Buyers can click around the Web looking for open houses and listings but a quality agent can help identify the best-suited properties much faster. An expert agent also often knows about other listings that are about to come on the market and would not be on the Web yet. It's worth it to spend time interviewing agents to find the right one who can help you find the right home. If you fall into the pitfall of trying to do everything on your own, you're likely going to miss seeing some of the houses that might offer the best match for your wants and needs.
We've all done this when making an expensive purchase. We compromise on something that is important simply because it's less expensive. Later we regret it. Whether it's a new car, new house, or flat screen TV, when you're making large purchases, you need to know which things are important and non-negotiable and then stick to that list. Of course, there may be some small, less important things that you'll compromise on, but if you compromise on something big that is important to you, you're likely going to be disappointed down the road.
There is a reason you were searching for a three-bedroom home. So, for instance, when you fall in love with that quaint, cozy two-bedroom home, remember that you had specific reasons for needing an additional bedroom. If you've clearly defined your living needs and wants before you begin house hunting, you'll have guidelines to keep you on track.
You might find that the smaller home has a secondary unit on the property and, while it's not a third bedroom, it will suit your needs. So, yes, be flexible and think of the possibilities, but do remember your list of what you originally deemed important. The tendency is to get caught up in the moment, either because a home is so charming or because it appears to be such a good deal that you start to say, "Well, I can make-do without that." Maybe you can...but you'd better be certain before you close escrow.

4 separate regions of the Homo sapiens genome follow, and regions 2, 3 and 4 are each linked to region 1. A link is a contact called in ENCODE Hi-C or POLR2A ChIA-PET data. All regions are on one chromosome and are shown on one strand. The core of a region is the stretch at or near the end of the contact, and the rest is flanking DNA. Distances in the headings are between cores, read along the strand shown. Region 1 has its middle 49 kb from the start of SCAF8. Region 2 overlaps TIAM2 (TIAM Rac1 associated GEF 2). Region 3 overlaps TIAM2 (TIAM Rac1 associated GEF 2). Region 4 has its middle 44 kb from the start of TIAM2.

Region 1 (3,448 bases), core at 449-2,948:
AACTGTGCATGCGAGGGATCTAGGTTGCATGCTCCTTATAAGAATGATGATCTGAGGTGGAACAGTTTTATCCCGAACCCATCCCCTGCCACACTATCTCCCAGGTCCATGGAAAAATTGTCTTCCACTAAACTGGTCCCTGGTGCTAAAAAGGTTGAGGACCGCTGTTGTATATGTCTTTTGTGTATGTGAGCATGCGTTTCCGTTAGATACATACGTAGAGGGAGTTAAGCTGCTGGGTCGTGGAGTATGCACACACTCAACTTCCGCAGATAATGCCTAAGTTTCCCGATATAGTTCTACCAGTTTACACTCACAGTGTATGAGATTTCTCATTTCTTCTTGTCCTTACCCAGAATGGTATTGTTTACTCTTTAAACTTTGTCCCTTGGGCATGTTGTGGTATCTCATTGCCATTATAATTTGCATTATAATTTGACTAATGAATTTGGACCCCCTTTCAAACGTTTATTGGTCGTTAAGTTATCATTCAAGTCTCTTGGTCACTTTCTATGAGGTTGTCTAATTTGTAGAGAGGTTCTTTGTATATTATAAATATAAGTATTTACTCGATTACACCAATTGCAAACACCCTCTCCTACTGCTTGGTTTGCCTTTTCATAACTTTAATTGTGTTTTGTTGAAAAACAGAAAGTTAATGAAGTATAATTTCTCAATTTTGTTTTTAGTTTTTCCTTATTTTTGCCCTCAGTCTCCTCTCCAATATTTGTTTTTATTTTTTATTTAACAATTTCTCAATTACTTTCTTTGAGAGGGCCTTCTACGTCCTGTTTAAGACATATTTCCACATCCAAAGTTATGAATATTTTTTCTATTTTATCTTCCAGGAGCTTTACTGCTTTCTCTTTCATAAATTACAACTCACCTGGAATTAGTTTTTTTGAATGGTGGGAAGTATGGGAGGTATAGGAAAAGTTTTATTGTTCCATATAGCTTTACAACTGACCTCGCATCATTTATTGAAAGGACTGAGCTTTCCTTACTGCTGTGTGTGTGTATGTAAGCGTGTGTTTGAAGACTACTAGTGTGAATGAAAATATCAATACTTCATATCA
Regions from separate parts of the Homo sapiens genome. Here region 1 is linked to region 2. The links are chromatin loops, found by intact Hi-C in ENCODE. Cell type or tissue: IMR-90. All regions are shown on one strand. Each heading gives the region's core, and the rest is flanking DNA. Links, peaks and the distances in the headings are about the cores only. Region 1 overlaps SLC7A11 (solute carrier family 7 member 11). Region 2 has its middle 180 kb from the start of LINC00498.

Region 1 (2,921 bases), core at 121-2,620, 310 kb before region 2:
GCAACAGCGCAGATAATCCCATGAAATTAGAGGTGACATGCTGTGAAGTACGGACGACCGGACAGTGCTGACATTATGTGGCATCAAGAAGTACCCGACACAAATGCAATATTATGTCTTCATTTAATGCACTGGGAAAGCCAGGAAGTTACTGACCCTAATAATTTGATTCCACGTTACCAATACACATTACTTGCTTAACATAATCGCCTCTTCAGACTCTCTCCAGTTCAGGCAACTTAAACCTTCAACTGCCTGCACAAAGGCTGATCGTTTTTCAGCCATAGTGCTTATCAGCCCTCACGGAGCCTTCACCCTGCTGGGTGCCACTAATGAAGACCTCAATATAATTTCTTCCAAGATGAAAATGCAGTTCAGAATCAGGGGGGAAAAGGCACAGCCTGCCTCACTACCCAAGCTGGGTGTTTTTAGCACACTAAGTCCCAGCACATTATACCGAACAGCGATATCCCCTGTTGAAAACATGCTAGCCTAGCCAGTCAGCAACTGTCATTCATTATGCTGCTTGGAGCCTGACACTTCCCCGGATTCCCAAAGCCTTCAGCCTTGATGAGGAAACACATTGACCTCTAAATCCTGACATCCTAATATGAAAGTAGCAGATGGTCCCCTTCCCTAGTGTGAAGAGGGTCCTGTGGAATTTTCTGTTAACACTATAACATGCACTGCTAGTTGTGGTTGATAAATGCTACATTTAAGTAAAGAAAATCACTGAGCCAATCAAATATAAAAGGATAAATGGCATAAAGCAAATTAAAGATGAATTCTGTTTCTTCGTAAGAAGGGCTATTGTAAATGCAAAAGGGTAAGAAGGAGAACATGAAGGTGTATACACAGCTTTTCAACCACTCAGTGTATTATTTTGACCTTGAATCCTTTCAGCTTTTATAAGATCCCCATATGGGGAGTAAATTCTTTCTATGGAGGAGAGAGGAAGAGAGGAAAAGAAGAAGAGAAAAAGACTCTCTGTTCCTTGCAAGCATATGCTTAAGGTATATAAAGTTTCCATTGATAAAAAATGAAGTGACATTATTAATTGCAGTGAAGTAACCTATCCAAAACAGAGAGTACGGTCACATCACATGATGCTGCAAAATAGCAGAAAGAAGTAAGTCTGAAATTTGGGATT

So many of us lead hectic lives. But when you're buying a home, you'd better be thinking about the future. What's good for you today will likely need to be good for you for many years to come. So, do your homework to find the right home. Work with your agent to find out how the neighborhood is changing. What future plans are there for the community? Pay attention to the congestion of an area and to the types of retail shops and restaurants that are coming into the community...then compare that to your future plans. You can't always know what lies ahead but many times you can see what types of projects have been proposed for undeveloped land in the area.
Inspections are critical. They're the equivalent of taking a car you want to buy to your car repair shop for a look before you buy. Just like you don't want to end up with a lemon for a car, you don't want a home that has too many and too costly repairs needed. Inspections give you a "health" check of the home. They let you know what you're in for should you buy the home. You'll be glad you have a report to help validate your reasons for wanting to purchase this home over others.
Avoiding these pitfalls will help you more quickly find the right home and the right investment for your future.